Gap creationism became increasingly attractive near the end of the 18th and in first half of the 19th centuries, because the newly established modern view of the science of geology had determined that the Earth was far older than common interpretations of Genesis and Bible-based flood geology would allow. Gap creation allowed religious geologists (who composed the majority of the geological community at the time) to reconcile faith in the Bible with the new authority of science. The doctrine of natural theology in this period regarded science as a second revelation, God's word in nature as well as in scripture, so the two could not contradict each other.
"My own opinion, as published in 1814, is that it [Genesis 1:1] forms no part of the first day, but refers to a period of indefinite antiquity when God created the worlds out of nothing. The commencement of the first day's work I hold to be the moving of God's Spirit upon the face of the waters. We can allow geology the amplest time...without infringing even on the literalities of the Mosaic record."
Chalmers became a divinity professor at the University of Edinburgh, founder of the Free Church of Scotland, and author of one of the Bridgewater Treatises. Other early proponents of gap creationism included Oxford University geology professor and fellow Bridgewater author William Buckland, Sharon Turner and Edward Hitchcock.
In 1954, a few years before the re-emergence of young-Earth flood-geology eclipsed Gap creationism, influential evangelical theologian Bernard Ramm wrote in The Christian View of Science and Scripture:
"The gap theory has become the standard interpretation throughout hyper-orthodoxy, appearing in an endless stream of books, booklets, Bible studies, and periodical articles. In fact, it has become so sacrosanct with some that to question it is equivalent to tampering with Sacred Scripture or to manifest modernistic leanings".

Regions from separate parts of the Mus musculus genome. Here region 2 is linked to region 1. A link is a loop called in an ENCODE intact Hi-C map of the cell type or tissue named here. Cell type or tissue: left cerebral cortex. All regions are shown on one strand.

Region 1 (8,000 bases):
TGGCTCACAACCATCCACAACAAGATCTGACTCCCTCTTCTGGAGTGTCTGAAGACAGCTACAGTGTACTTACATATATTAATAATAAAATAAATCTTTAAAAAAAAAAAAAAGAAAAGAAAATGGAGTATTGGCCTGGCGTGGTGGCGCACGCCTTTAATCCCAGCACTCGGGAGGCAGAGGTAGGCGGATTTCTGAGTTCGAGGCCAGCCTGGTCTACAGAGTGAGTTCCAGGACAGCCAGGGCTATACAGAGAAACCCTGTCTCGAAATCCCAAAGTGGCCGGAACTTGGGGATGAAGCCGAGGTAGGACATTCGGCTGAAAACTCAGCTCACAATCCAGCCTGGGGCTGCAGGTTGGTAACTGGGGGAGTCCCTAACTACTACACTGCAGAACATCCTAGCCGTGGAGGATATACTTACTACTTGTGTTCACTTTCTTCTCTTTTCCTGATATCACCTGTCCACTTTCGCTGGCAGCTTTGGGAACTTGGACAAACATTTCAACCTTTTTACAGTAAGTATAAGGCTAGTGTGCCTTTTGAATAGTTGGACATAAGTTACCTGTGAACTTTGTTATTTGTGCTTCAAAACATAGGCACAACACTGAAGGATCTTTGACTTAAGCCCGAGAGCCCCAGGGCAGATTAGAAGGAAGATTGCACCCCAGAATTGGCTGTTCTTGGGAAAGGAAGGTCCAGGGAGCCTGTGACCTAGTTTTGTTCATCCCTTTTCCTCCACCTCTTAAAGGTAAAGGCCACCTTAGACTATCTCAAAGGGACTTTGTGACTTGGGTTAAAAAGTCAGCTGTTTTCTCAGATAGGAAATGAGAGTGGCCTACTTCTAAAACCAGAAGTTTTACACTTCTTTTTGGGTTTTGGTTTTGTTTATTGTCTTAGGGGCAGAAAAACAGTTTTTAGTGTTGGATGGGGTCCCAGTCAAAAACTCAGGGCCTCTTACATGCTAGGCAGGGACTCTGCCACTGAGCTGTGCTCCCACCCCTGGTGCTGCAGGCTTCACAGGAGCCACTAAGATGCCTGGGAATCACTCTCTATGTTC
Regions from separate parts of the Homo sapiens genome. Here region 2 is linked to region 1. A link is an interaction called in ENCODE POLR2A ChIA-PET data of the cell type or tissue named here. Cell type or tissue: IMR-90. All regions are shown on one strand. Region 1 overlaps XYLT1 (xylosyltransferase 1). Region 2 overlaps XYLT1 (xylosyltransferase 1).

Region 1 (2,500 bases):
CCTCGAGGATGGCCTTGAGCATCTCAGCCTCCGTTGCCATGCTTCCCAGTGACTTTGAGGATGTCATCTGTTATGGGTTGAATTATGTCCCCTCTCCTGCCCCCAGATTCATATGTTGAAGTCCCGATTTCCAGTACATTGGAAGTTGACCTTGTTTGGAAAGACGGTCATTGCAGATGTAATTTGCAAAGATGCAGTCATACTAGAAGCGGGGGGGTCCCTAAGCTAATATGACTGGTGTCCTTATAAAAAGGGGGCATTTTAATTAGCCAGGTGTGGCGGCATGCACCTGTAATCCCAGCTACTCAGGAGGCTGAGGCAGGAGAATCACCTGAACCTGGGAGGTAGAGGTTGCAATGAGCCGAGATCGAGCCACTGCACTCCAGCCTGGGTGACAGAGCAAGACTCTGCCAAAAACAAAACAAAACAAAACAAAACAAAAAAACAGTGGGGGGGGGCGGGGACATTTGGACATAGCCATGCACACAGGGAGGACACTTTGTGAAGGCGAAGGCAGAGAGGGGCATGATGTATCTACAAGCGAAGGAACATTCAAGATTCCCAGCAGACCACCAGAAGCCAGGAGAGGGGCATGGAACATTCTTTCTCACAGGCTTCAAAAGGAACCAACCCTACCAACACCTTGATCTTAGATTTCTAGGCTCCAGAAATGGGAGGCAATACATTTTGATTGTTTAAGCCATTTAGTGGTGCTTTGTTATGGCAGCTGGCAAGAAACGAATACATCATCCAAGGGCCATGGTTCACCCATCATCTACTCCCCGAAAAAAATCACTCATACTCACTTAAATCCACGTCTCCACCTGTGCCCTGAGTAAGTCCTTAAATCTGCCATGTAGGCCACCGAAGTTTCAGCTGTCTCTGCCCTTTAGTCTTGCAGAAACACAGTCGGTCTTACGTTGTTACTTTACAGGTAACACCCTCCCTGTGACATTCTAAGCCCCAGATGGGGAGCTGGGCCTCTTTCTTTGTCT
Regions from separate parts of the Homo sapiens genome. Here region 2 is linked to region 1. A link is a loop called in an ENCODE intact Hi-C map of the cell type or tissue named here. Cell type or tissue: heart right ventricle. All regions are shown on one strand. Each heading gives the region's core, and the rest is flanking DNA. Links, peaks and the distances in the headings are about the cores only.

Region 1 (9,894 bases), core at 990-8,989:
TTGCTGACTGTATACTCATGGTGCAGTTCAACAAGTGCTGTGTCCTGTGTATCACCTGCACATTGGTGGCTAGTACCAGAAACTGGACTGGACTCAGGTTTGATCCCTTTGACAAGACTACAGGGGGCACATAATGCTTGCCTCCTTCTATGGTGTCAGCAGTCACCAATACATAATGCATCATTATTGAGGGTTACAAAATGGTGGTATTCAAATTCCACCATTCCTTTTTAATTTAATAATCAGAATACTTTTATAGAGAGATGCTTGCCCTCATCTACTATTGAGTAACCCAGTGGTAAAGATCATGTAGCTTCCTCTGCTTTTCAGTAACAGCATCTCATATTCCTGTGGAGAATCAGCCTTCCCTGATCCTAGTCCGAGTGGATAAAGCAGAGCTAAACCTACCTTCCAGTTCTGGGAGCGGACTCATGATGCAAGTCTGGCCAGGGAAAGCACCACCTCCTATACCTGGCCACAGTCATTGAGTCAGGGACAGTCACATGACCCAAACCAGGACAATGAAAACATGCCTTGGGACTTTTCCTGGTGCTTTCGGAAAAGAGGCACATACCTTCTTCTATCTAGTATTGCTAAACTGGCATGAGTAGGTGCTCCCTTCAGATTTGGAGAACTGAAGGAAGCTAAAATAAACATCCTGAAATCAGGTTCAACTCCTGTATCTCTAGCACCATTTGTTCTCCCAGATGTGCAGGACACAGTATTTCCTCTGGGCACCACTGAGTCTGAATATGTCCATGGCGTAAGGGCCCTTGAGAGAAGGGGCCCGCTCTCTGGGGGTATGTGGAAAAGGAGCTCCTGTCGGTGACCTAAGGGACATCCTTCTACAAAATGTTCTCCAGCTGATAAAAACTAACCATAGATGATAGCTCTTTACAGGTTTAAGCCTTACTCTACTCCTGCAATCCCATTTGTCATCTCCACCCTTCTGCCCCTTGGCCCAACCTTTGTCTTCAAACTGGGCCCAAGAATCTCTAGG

Ramm's book became influential in the formation of another alternative to gap creationism, that of progressive creationism, which found favour with more conservative members of the American Scientific Affiliation (a fellowship of scientists who are Christians), with the more modernist wing of that fellowship favouring theistic evolution.
Religious proponents of this form of creationism have included Oral Roberts (1918-2009), Cyrus I. Scofield, Harry Rimmer, Jimmy Swaggart (1935- ), Perry Stone, G. H. Pember, L. Allen Higley, Arthur Pink, Peter Ruckman, Finis Jennings Dake (1902-1987), Chuck Missler, E. W. Bullinger (1837-1913), Charles Welch,  Victor Paul Wierwille, Donald Grey Barnhouse, Herbert W. Armstrong (1892-1986), Garner Ted Armstrong (1930-2003), Michael Pearl and Clarence Larkin.
Some gap creationists may believe that science has proven beyond reasonable doubt that the Earth is far older than can be accounted for by, for instance, adding up the ages of Biblical patriarchs as James Ussher famously attempted in the 17th century when he developed the Ussher chronology.
For some, the gap theory allows both the Genesis creation account and geological science to be inerrant in matters of scientific fact. Gap creationists believe that certain facts about the past and the age of the Earth have been omitted from the Genesis account; they hold that there was a gap of time in the biblical account that lasted an unknown number of years between a first creation in Genesis 1:1 and a second creation in Genesis 1:2–31. By positing such an event, various observations in a wide range of fields, including the age of the Earth, the age of the universe, dinosaurs, fossils, ice cores, ice ages, and geological formations are allowed by adherents to have occurred as outlined by science without contradicting their literal belief in Genesis.
Because there is no specific information given in Genesis concerning the proposed gap of time, other scriptures are used to support and explain what may have occurred during this period and to explain the specific linguistic reasoning behind this interpretation of the Hebrew text. A short list of examples is given below: